Introduction to High-Density Programmable Design (2/4)...


Introduction to High-Density Programmable Design
By Lee Hansen and Anil Telikepalli, EEdesign
Feb 6, 2001 (9:43 AM)

Part 2 of 4
By Lee Hansen, Xilinx Software Product Marketing Manager and Anil Telikepalli, Xilinx Senior Technical Marketing Engineer

In Review
In Part 1 of this four-part series on high-density programmable logic design, we focused on partitioning the overall design and getting prepared for design entry. Using Xilinx High-Level Floorplanner we have a high-density device partitioned into manageable modules based on entry method and keeping timing concerns and signal traffic to a minimum. Coupled with Xilinx Modular Design each module can be designed and implemented independently, delivering device completion in faster. In this article we?l explore design entry and management and the various methods available to quick and accurate design creation. Most important, we'll explore the exploding use of intellectual property, or IP, as a design solution.

Design Creation
The most common method of design creation today is either VHDL or Verilog language text entry through a standard text editor, or the now widespread use of context-sensitive language editors and LEDATM verification. These editors can complete language statements through simple keystrokes, analyze syntax for missing language structures, and in general provide a very good editing environment. Xilinx Project Navigator (Figure 1), where the engineer drives design entry, contains a complete VHDL/Verilog language-editing environment, with context-sensitive help, and language templates to help the user create code fast.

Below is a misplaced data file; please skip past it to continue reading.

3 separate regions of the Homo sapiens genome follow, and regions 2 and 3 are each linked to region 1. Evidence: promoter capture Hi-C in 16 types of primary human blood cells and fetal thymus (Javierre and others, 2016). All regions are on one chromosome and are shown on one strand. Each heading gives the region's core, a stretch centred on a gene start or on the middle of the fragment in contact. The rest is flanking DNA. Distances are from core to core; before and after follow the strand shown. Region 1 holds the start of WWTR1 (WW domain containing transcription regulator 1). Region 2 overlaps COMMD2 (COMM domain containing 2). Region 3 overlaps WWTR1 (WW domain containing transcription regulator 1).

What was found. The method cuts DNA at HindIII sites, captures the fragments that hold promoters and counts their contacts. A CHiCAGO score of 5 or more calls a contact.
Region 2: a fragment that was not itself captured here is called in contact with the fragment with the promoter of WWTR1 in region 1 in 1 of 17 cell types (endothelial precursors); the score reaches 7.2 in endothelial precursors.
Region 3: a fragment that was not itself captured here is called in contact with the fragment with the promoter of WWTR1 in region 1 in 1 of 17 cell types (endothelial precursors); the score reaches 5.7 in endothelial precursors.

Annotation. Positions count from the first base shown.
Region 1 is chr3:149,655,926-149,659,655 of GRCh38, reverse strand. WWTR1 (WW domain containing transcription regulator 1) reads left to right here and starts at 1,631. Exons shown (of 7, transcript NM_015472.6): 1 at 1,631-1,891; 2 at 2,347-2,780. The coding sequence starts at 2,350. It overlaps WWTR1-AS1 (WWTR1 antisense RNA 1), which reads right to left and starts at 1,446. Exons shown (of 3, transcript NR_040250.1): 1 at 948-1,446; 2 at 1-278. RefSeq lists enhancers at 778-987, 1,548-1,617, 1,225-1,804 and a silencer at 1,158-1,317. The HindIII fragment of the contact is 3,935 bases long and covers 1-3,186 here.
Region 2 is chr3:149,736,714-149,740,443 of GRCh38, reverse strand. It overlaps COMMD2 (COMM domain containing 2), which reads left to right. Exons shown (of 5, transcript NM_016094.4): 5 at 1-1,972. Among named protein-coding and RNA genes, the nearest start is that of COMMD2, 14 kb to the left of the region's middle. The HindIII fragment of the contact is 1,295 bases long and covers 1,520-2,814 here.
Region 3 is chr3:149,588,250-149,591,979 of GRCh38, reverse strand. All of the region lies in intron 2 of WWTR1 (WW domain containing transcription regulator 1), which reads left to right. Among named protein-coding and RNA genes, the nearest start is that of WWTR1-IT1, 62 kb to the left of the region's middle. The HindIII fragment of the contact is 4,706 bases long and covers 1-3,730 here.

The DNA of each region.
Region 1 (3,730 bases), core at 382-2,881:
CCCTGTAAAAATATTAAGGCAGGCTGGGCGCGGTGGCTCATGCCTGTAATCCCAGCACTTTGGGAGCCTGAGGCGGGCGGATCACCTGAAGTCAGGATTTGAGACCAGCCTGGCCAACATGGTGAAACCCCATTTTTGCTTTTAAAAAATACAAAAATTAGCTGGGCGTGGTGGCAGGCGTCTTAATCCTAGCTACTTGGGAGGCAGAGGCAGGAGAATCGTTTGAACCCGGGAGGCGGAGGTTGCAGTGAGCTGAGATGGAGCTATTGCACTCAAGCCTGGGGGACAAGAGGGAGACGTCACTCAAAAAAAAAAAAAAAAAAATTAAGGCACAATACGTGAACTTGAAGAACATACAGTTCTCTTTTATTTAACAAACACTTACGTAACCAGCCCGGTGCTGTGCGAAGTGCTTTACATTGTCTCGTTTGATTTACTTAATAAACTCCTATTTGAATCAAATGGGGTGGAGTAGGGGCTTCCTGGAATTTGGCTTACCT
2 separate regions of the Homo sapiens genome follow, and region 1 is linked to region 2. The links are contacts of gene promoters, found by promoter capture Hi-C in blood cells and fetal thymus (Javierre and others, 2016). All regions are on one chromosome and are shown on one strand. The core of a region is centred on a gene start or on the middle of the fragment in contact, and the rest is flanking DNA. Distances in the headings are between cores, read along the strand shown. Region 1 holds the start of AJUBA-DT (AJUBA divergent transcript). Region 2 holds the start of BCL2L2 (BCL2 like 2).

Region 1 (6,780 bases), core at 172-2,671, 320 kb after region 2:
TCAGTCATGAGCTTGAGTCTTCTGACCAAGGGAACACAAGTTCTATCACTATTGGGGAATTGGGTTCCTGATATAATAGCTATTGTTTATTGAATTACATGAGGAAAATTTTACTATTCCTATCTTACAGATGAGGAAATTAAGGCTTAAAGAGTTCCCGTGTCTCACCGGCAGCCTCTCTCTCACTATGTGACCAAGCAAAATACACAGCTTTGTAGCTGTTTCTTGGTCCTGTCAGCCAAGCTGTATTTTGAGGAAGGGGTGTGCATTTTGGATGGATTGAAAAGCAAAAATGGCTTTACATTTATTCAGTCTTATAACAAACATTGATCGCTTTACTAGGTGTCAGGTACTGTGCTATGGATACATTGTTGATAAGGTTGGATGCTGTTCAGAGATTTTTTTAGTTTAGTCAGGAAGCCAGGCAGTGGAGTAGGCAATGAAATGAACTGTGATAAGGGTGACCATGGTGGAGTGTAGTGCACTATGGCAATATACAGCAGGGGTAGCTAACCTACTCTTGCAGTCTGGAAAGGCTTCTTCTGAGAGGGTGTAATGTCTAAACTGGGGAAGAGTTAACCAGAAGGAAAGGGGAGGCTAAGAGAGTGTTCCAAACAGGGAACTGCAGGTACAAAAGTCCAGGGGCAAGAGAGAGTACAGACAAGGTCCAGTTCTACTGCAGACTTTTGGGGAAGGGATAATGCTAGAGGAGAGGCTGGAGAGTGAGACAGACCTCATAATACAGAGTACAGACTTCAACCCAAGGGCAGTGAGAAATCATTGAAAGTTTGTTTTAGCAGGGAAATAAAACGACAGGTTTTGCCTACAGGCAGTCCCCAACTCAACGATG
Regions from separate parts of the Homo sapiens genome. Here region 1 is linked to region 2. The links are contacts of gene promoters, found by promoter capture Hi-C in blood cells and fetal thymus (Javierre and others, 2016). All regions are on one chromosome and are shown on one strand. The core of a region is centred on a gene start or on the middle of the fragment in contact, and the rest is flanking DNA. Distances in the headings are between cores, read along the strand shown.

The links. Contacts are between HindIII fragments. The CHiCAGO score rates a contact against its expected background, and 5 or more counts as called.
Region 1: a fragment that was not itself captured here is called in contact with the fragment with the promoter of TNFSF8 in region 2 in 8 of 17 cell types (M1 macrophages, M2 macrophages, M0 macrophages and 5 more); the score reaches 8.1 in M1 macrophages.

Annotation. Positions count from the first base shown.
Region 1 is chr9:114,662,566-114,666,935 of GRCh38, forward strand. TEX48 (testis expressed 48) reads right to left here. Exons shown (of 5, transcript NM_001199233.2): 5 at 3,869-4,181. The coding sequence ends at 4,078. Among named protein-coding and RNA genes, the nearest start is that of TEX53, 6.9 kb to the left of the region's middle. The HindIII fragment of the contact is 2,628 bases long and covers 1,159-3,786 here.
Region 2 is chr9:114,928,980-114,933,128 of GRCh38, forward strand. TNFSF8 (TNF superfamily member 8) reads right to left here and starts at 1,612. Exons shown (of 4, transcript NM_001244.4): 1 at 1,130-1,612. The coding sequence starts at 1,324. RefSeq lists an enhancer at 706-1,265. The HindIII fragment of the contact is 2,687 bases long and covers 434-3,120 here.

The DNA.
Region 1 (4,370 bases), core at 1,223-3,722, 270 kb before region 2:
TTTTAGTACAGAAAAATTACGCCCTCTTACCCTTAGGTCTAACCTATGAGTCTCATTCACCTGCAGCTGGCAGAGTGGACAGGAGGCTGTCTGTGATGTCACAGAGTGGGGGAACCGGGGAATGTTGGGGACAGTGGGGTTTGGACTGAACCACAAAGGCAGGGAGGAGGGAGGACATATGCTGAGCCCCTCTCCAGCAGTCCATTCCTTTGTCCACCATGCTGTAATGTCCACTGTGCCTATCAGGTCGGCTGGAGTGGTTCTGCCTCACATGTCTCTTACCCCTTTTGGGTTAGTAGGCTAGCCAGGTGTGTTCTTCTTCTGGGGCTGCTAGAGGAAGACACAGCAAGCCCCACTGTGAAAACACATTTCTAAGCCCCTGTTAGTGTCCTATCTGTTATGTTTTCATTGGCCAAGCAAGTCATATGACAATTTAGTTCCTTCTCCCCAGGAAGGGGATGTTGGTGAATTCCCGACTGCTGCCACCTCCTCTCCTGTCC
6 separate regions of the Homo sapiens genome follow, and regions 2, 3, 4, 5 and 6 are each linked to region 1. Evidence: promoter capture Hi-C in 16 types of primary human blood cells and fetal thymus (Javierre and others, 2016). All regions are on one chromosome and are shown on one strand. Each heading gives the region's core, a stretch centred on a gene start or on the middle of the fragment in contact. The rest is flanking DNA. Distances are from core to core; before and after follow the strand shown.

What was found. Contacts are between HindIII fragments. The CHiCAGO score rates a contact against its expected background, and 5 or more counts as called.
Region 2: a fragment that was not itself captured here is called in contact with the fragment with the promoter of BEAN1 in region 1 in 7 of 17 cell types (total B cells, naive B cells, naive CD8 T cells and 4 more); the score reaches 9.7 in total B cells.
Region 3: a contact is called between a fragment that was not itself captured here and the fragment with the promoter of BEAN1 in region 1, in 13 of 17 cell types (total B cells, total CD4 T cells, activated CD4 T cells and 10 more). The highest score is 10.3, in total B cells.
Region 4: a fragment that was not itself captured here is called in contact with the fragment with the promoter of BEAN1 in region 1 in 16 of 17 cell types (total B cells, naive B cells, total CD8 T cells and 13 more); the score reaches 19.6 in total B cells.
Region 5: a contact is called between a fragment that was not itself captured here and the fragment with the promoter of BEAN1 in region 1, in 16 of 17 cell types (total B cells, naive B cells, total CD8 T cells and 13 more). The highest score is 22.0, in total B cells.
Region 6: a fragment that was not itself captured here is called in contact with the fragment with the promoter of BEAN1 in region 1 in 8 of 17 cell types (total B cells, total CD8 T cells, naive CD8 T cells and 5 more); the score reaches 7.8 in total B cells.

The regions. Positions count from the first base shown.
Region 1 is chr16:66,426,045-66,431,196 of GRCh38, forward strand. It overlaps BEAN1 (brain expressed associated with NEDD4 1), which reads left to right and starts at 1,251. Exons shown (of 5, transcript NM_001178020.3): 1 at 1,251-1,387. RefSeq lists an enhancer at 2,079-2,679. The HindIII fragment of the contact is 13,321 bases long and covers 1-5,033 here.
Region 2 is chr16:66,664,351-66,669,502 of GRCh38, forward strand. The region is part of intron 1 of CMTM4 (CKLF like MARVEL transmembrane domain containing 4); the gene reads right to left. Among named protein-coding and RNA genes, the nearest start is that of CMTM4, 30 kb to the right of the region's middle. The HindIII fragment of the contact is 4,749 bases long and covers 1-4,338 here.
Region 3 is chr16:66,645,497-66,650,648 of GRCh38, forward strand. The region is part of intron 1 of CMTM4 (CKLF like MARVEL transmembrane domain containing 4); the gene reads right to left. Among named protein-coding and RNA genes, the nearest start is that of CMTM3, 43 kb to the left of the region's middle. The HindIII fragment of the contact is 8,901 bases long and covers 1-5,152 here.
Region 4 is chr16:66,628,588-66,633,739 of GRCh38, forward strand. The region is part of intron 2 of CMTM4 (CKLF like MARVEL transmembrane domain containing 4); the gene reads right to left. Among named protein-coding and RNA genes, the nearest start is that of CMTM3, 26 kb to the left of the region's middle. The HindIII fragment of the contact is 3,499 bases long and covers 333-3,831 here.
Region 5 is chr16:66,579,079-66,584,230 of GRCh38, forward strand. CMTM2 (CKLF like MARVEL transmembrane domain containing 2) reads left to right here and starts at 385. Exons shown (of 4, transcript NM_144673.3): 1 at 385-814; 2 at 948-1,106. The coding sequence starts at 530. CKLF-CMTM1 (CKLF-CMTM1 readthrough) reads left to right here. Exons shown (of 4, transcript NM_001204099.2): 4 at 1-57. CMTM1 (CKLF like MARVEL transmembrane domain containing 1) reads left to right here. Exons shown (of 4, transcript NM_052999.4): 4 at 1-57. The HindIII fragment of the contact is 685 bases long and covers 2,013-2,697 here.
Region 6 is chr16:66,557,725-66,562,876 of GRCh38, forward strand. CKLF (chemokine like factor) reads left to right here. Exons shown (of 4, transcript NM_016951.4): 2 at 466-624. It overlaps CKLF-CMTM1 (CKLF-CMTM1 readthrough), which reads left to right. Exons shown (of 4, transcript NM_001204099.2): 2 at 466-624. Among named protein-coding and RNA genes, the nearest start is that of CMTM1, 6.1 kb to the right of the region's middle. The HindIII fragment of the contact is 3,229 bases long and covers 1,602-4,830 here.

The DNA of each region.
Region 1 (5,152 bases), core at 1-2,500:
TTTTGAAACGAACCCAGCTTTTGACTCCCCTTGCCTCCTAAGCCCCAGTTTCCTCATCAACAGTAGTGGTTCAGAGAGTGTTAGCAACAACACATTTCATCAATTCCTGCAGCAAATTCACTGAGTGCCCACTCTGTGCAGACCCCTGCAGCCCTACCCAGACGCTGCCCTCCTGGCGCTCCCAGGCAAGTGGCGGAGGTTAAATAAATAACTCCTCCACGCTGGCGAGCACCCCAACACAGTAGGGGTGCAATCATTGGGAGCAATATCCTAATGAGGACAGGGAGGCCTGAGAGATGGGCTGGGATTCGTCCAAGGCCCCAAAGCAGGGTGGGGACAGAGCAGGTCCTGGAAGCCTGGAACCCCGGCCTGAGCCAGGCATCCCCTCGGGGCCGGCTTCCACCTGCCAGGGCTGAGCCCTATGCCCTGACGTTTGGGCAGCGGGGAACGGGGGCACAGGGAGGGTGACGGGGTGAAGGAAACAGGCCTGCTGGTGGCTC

Figure 1 - Xilinx Proj

The use of schematic entry for design module creation is rapidly waning for high-density design work. The amount of effort required during schematic entry is just too intensive and time-consuming and too prone to error. But especially at the top level of the design, schematic entry is still a quick and easy way to place small amounts of necessary glue logic. Graphic entry as a design method is experiencing a resurgence in high-density design. In the late 1980s graphic entry became a popular design method, but as device density grew it proved to be too cumbersome. Coupled with the use of Xilinx Modular Design, graphic entry is making a strong comeback as design work concentrates on implementation of smaller modules, not the overall device. With Xilinx's recent purchase of Visual Software Solutions, StateCAD and HDL Bencher are now being tightly integrated into the Xilinx standard design tools. StateCAD offers state-diagram, finite state machine, truth table, and flow-chart logic entry that can then be output as VHDL or Verilog code. These graphic-entry methods offer very good documentation style in a very readable and easily understood format, and are the preferred method of entry for a growing number of design engineers, depending on the size of the target module.